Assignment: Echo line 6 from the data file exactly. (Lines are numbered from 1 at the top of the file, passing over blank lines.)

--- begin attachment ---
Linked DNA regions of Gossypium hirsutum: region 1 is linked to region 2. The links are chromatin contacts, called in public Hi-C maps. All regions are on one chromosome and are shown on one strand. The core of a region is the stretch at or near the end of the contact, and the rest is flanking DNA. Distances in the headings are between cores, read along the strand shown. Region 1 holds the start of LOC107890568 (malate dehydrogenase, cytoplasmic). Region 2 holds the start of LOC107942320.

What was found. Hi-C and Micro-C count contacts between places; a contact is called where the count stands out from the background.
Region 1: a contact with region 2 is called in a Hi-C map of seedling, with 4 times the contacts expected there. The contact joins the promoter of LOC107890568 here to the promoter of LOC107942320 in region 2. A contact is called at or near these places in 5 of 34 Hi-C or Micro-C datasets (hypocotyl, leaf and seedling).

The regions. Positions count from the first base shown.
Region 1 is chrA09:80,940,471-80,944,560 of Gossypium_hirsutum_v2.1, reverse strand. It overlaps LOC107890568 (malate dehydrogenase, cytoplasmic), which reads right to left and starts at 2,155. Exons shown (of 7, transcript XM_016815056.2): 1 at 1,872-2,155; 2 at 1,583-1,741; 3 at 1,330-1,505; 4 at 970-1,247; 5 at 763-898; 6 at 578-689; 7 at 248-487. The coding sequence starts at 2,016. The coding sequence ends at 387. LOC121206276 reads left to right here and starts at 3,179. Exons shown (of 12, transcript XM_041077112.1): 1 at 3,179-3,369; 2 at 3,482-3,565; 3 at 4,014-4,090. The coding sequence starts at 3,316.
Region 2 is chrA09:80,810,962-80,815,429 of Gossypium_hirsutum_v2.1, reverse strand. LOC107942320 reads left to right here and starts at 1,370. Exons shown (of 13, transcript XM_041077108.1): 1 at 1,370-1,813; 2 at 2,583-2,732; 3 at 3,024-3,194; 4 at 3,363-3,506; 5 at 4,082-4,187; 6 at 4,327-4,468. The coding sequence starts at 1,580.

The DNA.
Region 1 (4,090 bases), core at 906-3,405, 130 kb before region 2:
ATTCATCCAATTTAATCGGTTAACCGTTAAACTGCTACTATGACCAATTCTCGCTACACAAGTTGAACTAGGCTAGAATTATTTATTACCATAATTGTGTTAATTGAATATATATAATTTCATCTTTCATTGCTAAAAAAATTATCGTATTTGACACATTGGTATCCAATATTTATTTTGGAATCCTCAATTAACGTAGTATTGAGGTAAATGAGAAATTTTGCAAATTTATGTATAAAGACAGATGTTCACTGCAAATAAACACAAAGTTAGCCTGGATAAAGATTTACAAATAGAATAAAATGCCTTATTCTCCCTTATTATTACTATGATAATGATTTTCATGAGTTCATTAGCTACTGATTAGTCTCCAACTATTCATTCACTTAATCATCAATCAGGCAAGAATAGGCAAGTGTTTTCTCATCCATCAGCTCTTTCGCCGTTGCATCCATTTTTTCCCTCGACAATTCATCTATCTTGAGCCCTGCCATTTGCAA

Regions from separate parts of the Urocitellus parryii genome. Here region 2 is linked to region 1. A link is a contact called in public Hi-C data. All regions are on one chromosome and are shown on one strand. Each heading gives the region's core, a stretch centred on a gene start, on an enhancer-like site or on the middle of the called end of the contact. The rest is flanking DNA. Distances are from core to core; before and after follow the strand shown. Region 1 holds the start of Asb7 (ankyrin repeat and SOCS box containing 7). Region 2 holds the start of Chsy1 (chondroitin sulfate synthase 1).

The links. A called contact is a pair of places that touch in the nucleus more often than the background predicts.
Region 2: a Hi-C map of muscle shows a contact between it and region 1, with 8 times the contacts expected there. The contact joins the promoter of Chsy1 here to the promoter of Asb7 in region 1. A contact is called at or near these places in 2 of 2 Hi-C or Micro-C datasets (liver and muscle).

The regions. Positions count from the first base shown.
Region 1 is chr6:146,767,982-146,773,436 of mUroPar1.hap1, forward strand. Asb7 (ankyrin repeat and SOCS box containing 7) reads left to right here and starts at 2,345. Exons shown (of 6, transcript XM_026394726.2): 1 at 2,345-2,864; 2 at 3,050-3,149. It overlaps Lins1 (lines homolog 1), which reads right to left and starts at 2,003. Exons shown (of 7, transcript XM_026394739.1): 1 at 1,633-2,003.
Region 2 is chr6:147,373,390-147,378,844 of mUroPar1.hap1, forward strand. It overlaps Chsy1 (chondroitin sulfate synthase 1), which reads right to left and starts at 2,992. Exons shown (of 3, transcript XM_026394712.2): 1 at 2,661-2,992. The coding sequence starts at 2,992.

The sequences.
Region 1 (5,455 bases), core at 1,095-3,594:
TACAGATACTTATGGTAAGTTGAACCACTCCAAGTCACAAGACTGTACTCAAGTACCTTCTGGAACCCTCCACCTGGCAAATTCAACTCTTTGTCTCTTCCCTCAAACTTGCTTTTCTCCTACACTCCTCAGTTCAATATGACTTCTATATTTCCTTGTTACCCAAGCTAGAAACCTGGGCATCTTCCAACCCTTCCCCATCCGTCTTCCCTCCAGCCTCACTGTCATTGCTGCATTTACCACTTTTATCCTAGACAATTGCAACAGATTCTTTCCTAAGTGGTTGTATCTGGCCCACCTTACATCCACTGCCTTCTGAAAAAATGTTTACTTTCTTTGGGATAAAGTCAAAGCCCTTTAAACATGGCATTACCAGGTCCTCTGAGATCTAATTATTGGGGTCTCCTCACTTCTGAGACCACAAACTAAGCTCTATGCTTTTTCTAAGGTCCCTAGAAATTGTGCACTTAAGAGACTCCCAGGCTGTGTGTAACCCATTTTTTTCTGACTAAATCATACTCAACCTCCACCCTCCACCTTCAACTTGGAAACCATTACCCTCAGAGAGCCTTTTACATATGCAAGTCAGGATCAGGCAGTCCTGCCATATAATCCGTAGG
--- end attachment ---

Region 2 is chrA09:80,810,962-80,815,429 of Gossypium_hirsutum_v2.1, reverse strand. LOC107942320 reads left to right here and starts at 1,370. Exons shown (of 13, transcript XM_041077108.1): 1 at 1,370-1,813; 2 at 2,583-2,732; 3 at 3,024-3,194; 4 at 3,363-3,506; 5 at 4,082-4,187; 6 at 4,327-4,468. The coding sequence starts at 1,580.